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‘Forex deal lifts industrial output’



SHELF space occupied by domestic products shot to 80% at the end of November after industrial production was boosted by United States dollar injections from the foreign currency auction system, NewsDay Business has learnt.

In a wide-ranging interview yesterday, Industry and Commerce minister Sekai Nzenza said after a frustrating phase in which companies struggled to access cheap foreign currency to import machinery and raw materials, the auction system injected US$241 million into industries, giving them fresh impetus to expand.

The foreign currency auction system was introduced in June 2020.

Before that, companies were mostly sourcing foreign currency from an expensive black market, which has been holding the bulk of United States dollars circulating in the economy since banks adopted a cautious lending regime a few years back.

In July, the Reserve Bank of Zimbabwe said banks were holding up to US$1,7 billion in idle liquidity.

However, even the foreign currency auction system has struggled to provide enough funding to end the blazing crisis.

Industries have reported backlogs of up to 15 months on allotted amounts, but government has undertaken to address the problem.

“We appreciate the effort of other government stakeholders such as the Ministry of Finance and Economic Development as they engaged in clearing the backlog,” Nzenza told NewsDay Business.

“A total of US$241 million was allocated from January 2021–November 2021 through the auction system towards the support of the industries for productive sectors of the economy.  With this allocation, industry and commerce imported raw materials and equipment. This had an immediate impact on production as shelf occupants of locally-produced products reached 65%-80%,” Nzenza said.

She said the African Continental Free Trade Area (AfCFTA), a market reaching out to 1,2 billion African citizens across 54 countries with a combined US$3,2 trillion gross domestic product (GDP), will unlock fresh export opportunities for Zimbabwean manufacturers.

“The coming in of the African Continental Free Trade Area will give an advantage of a bigger market that will be supporting the industries to retool through supporting them in accessing fiscal incentives.  The Ministry of Industry and Commerce will continue with our robust engagement in ensuring that we timely assist in terms of policy interventions. Noting that foreign currency is scarce, the ministry has come up with sectoral strategies that are promoting and encouraging industries to export more,” Nzenza said.

AfCFTA has given hope to many of the region’s economies.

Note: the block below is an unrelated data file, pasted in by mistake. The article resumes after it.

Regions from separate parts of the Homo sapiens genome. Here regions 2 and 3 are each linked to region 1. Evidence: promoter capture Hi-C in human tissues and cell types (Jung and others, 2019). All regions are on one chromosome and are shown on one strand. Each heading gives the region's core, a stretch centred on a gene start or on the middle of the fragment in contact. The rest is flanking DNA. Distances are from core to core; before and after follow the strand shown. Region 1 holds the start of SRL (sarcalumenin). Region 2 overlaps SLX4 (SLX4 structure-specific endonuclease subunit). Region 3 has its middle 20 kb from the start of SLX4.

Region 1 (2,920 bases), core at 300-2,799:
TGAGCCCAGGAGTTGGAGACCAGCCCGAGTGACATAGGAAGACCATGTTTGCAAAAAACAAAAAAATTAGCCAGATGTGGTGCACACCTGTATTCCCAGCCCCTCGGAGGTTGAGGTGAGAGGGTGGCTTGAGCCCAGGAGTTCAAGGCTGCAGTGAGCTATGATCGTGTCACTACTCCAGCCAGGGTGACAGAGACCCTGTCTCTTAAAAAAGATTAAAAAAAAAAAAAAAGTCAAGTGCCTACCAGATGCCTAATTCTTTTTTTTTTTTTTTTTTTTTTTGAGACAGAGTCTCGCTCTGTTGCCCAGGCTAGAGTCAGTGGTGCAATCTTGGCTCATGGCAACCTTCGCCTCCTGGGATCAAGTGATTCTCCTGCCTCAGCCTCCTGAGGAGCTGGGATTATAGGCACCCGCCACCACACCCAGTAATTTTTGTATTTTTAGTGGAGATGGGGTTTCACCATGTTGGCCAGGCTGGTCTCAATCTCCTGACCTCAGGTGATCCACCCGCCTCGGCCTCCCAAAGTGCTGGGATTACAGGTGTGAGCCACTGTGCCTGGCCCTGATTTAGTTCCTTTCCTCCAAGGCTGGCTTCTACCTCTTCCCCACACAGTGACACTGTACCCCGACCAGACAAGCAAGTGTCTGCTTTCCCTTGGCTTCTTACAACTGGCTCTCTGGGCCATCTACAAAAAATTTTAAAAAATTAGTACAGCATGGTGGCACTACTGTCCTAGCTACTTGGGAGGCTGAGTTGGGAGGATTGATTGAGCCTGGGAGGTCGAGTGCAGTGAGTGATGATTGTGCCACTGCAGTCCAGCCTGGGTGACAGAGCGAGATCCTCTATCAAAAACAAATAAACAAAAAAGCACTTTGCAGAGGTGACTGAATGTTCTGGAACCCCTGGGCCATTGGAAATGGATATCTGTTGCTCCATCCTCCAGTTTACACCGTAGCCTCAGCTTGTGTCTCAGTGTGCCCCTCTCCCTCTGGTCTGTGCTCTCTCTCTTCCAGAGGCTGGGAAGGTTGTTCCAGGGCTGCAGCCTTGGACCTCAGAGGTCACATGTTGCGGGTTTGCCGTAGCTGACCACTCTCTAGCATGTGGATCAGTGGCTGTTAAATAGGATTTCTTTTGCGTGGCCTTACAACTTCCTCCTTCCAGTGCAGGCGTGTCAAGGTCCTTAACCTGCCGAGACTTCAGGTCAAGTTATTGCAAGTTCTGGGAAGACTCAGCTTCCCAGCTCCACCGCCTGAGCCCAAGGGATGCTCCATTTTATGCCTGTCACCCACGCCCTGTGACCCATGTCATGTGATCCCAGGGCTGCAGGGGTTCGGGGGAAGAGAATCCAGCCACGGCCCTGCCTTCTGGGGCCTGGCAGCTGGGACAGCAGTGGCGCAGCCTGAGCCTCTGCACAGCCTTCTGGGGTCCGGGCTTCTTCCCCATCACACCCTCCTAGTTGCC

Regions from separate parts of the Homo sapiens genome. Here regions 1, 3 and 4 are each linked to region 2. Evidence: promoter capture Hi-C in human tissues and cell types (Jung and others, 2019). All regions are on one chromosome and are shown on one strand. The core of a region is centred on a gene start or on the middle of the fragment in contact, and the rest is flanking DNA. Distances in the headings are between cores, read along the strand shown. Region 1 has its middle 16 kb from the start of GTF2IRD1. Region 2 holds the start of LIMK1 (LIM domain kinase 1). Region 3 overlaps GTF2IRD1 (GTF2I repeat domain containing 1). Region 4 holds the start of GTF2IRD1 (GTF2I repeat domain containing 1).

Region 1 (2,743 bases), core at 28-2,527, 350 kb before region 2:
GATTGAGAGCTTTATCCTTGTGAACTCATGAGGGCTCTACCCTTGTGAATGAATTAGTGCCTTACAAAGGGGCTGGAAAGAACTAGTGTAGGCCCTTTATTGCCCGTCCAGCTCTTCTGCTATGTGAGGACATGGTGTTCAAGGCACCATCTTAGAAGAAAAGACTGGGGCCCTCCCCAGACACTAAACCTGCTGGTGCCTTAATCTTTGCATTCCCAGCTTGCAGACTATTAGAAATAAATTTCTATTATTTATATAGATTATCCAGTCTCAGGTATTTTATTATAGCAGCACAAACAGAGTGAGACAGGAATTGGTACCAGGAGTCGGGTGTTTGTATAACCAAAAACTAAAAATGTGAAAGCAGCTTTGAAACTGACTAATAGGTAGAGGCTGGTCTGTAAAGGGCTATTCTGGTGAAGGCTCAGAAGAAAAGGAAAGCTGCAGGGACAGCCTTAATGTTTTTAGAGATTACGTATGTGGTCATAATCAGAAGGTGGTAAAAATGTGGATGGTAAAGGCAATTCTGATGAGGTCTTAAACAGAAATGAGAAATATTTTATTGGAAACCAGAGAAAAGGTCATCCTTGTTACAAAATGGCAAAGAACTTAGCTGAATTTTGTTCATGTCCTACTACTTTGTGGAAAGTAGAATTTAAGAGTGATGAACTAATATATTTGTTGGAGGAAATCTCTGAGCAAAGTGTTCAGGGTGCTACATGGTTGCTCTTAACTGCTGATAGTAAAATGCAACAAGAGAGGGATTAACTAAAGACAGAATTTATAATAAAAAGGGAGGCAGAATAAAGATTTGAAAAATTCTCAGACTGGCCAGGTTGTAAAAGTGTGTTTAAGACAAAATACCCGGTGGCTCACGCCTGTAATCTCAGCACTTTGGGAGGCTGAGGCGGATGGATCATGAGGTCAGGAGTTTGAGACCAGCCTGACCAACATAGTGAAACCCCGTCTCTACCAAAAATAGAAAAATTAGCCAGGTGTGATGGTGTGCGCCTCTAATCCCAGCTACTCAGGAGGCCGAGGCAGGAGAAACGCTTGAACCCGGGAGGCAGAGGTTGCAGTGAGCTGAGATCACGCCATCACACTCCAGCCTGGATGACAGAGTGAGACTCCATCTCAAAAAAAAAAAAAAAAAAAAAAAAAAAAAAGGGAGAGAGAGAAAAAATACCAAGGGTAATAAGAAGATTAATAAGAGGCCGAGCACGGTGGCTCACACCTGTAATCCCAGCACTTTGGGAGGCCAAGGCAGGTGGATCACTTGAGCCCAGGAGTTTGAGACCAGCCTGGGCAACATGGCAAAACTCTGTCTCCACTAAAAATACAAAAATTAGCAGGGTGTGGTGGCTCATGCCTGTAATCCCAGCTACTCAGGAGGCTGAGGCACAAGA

In October, Wamkel Mene, secretary-general of the bloc said Zimbabwe should take advantage of the bigger market as it rebuilds its struggling economy.

Mene, who spoke during a ZimTrade exporters’ conference, said AfCFTA would increase intra-Africa trade.

“The Africa Continental Free Trade Area that started trading in January 2021 offers significant trading opportunities to Zimbabwe to further grow its exports, to boost its economic growth and transformation,” Mene told the conference.

“I say this because the export potential for intra-Africa trade is quite significant and is estimated to be close to US$85 billion. This is currently projected to raise the current level of intra-Africa trade to more than US$230 billion, potentially accounting for more than 22% of total Africa trade. It is therefore time for our private sector in Africa, not just in Zimbabwe, to explore trade and investment opportunities that are presented by AfCFTA both in the area of trading goods and trading services. With a generous endowment of natural resources, existing stock of public infrastructure and a comparatively skilled labour force Zimbabwe has an unprecedented opportunity to join existing supply chains in Africa through the AfCFTA,” he added.

Mene spoke as the Zimbabwean CEOs pushed domestic industries to mount aggressive strategies towards unlocking opportunities brought by AfCFTA.

In a note released ahead of its annual conference in October, the CEO Africa Roundtable (CEOART) said AfCFTA had potential to propel re-industrialisation across the African          continent.

  • Nzenza’s full interview will be published in the Zimbabwe Independent in the first week of January 2022.
  • Follow Freeman on Twitter @freemanmakopa

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